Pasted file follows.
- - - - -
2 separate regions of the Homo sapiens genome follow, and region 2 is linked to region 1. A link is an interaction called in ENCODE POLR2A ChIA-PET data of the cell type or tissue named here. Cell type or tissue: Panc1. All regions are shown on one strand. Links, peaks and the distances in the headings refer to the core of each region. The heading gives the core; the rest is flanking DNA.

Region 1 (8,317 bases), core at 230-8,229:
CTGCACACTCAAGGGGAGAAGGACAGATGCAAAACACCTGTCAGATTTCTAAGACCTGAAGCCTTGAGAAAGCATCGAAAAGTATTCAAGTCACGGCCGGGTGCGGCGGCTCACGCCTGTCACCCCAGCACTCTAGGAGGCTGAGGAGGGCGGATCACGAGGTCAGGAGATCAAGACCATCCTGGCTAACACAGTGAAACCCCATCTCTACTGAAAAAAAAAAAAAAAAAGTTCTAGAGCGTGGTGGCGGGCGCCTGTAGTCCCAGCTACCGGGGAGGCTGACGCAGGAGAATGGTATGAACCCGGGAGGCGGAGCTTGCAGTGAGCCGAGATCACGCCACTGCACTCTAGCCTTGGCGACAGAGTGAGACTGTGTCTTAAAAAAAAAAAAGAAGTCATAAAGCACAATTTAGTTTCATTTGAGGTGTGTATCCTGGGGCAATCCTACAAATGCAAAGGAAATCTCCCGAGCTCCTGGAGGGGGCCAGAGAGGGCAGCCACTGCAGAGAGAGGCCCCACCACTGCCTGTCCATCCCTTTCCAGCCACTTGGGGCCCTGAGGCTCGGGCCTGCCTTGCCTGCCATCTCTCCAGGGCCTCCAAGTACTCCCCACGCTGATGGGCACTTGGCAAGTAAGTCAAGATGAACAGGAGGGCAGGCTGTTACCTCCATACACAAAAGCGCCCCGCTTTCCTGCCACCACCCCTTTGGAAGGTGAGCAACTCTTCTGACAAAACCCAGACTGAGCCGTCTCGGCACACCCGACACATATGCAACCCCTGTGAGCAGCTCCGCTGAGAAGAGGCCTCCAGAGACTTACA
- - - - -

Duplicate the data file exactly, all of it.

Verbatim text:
2 separate regions of the Homo sapiens genome follow, and region 2 is linked to region 1. A link is an interaction called in ENCODE POLR2A ChIA-PET data of the cell type or tissue named here. Cell type or tissue: Panc1. All regions are shown on one strand. Links, peaks and the distances in the headings refer to the core of each region. The heading gives the core; the rest is flanking DNA.

Region 1 (8,317 bases), core at 230-8,229:
CTGCACACTCAAGGGGAGAAGGACAGATGCAAAACACCTGTCAGATTTCTAAGACCTGAAGCCTTGAGAAAGCATCGAAAAGTATTCAAGTCACGGCCGGGTGCGGCGGCTCACGCCTGTCACCCCAGCACTCTAGGAGGCTGAGGAGGGCGGATCACGAGGTCAGGAGATCAAGACCATCCTGGCTAACACAGTGAAACCCCATCTCTACTGAAAAAAAAAAAAAAAAAGTTCTAGAGCGTGGTGGCGGGCGCCTGTAGTCCCAGCTACCGGGGAGGCTGACGCAGGAGAATGGTATGAACCCGGGAGGCGGAGCTTGCAGTGAGCCGAGATCACGCCACTGCACTCTAGCCTTGGCGACAGAGTGAGACTGTGTCTTAAAAAAAAAAAAGAAGTCATAAAGCACAATTTAGTTTCATTTGAGGTGTGTATCCTGGGGCAATCCTACAAATGCAAAGGAAATCTCCCGAGCTCCTGGAGGGGGCCAGAGAGGGCAGCCACTGCAGAGAGAGGCCCCACCACTGCCTGTCCATCCCTTTCCAGCCACTTGGGGCCCTGAGGCTCGGGCCTGCCTTGCCTGCCATCTCTCCAGGGCCTCCAAGTACTCCCCACGCTGATGGGCACTTGGCAAGTAAGTCAAGATGAACAGGAGGGCAGGCTGTTACCTCCATACACAAAAGCGCCCCGCTTTCCTGCCACCACCCCTTTGGAAGGTGAGCAACTCTTCTGACAAAACCCAGACTGAGCCGTCTCGGCACACCCGACACATATGCAACCCCTGTGAGCAGCTCCGCTGAGAAGAGGCCTCCAGAGACTTACA